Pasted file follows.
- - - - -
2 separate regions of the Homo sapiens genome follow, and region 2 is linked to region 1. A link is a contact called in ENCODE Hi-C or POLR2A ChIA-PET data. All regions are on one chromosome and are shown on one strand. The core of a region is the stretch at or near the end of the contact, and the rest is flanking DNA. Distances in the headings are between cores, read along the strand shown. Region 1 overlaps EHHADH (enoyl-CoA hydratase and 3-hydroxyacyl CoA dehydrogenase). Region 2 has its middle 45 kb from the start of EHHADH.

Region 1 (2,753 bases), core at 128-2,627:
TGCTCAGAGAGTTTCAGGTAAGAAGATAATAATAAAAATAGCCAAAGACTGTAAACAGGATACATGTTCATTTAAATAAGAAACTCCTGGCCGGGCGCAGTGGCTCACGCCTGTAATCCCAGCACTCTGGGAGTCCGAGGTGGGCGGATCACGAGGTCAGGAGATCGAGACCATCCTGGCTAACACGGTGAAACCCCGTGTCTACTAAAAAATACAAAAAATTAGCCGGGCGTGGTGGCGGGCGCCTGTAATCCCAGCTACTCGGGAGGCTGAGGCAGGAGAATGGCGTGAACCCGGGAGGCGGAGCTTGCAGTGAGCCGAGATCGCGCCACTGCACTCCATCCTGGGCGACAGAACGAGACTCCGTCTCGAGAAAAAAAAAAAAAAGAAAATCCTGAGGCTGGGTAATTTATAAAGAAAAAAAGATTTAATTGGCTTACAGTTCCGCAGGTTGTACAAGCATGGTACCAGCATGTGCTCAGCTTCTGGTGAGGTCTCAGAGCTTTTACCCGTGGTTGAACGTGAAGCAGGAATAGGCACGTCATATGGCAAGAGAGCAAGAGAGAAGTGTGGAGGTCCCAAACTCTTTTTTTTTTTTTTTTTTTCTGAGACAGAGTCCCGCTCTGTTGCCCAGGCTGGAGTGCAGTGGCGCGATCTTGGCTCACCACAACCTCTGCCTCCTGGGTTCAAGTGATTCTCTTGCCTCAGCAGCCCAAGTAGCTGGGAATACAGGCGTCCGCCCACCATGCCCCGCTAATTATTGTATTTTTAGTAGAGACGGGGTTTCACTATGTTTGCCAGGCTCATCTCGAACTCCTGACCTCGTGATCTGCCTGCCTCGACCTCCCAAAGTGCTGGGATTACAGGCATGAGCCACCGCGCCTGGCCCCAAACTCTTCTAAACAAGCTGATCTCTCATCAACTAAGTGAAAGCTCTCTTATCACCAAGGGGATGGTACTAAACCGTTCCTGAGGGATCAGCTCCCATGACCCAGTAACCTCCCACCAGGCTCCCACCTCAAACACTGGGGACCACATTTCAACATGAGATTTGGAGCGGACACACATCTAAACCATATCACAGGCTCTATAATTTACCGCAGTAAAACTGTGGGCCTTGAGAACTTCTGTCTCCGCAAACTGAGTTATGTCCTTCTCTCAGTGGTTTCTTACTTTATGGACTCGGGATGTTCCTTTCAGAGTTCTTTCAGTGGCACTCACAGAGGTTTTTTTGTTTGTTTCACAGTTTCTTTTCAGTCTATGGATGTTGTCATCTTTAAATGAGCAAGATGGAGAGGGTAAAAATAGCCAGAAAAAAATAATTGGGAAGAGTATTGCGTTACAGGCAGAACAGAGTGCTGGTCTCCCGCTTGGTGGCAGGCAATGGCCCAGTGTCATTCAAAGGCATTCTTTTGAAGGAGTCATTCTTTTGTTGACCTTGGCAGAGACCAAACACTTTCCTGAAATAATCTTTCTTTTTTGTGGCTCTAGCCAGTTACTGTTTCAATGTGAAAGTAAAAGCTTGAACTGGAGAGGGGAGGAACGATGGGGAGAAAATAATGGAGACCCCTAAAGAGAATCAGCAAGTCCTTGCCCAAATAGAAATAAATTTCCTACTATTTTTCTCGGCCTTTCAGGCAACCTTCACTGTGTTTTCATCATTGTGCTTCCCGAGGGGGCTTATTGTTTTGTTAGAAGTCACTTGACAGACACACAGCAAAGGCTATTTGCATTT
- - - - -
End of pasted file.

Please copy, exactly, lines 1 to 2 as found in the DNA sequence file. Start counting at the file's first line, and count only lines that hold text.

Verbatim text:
2 separate regions of the Homo sapiens genome follow, and region 2 is linked to region 1. A link is a contact called in ENCODE Hi-C or POLR2A ChIA-PET data. All regions are on one chromosome and are shown on one strand. The core of a region is the stretch at or near the end of the contact, and the rest is flanking DNA. Distances in the headings are between cores, read along the strand shown. Region 1 overlaps EHHADH (enoyl-CoA hydratase and 3-hydroxyacyl CoA dehydrogenase). Region 2 has its middle 45 kb from the start of EHHADH.

Region 1 (2,753 bases), core at 128-2,627: